This would be one way, according to Leontief, by which his findings could be reconciled with the 11.0 theorem. Most economists might acknowledge the superior quality of U.S. labour. Leontief quotes a study by LB. Kravis indicating that wages are higher in U.S. export industries than in its import competing industries as supporting evidence. This however, conflicts with Leontief’s assumption of labour being a homogeneous factor of production, which would imply the same wage irrespective of occupations.
Another explanation for which Leontief has shown a certain understanding is connected with the two factor framework and the broad use of the term capital. The only two factors explicitly taken into account are labour and capital.
But as Leontief notes : ‘Invisible in all these tables but ever present as third factor or rather as whole additional set of factors determining this country’s productive capacity and, in particular, its comparative advantage vis-a-vis the rest of the world, are natural resources, agricultural lands, forests rivers and other rich mineral deposits.”
By taking into account this third factors an explanation to the Leontief’s paradox can be found. It might be the case, for instance, that imports require more capital to labour than exports; it is still, however, possible that imports are intensive in the third factor, say land. If capital and the third factor (land) are substitutes but both are complementary with labour, it might be the case that import competing goods are capital intensive in the U.S. but land intensive abroad. By bringing a third factor, in to account in this way, possible explanation might be found.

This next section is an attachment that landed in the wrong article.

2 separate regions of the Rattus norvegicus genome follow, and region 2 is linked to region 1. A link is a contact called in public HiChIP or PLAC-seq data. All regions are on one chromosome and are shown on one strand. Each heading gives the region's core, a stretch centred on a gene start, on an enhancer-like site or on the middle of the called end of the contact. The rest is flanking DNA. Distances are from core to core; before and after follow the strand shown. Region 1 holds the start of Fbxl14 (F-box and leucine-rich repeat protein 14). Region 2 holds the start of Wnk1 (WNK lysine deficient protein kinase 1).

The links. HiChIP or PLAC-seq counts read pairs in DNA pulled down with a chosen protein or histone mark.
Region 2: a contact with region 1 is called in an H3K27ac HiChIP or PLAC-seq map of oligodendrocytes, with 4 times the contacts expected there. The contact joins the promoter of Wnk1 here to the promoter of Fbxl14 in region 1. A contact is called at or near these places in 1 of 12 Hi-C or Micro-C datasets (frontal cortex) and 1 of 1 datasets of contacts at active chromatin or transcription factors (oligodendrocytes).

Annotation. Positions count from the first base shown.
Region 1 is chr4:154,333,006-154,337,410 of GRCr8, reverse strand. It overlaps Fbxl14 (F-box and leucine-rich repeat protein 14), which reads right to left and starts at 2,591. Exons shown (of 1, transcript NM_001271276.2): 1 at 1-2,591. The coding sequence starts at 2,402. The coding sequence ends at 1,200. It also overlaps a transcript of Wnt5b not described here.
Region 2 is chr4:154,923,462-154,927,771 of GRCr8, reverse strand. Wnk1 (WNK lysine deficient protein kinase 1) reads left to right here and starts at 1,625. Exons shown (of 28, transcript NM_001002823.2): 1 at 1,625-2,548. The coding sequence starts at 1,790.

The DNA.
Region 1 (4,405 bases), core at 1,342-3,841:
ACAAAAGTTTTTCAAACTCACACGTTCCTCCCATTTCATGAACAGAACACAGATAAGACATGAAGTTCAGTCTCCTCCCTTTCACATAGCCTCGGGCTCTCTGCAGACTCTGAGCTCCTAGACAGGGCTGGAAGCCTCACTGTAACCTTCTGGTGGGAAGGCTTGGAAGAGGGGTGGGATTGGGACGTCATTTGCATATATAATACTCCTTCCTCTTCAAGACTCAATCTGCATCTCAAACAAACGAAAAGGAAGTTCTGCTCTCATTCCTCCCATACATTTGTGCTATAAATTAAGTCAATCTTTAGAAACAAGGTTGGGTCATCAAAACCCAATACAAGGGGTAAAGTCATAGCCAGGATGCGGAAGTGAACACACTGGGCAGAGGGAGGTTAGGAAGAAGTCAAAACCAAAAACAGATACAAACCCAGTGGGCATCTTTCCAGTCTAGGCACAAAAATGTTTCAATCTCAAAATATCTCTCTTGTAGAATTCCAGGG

In his analysis, Leontief took only one country into account only computed factor requirements for marginal changes in the production of American exports and import competing goods. If factor reversals exist, it is fully possible for a capital rich country to export its labour intensive goods. The country will still use more capital intensive methods in its export industries than any other country. Leontief never brought a second country into account. Had he done so and compared, for instance, the factor intensities in American export industries with those of Japan or Western Europe, he might well have found that American exports were capital intensive compared to Japan or Western Europe exports. According to R.W. Jones, by invoking factor reversals we can thus explain Leontief’s puzzling results.
Another explanation to the Leontief’s paradox has been given by Erik Hoff Meyer. He argues that if products relying to a large extent on natural resources are excluded from Leontief’s list of goods, the normally expected picture that the U.S. exports capital intensive goods and imports labour intensive goods will prevail.
W.P. Travis explains the Leontief paradox with the help of U.S. trade policy. He refers to the fact that U.S. trade is highly protected, a fact even more true when Leontief made his study than it is today. When Leontief made his study, most competitive imports considered of crude oil, paper pulp, primary copper and lead, and metallic ores. These products were imported because the U.S. simply could not produce them. These products are more capital intensive than any other products. According to Travis, U.S. protective trade policies alone, therefore, are sufficient to explain the Leontief paradox.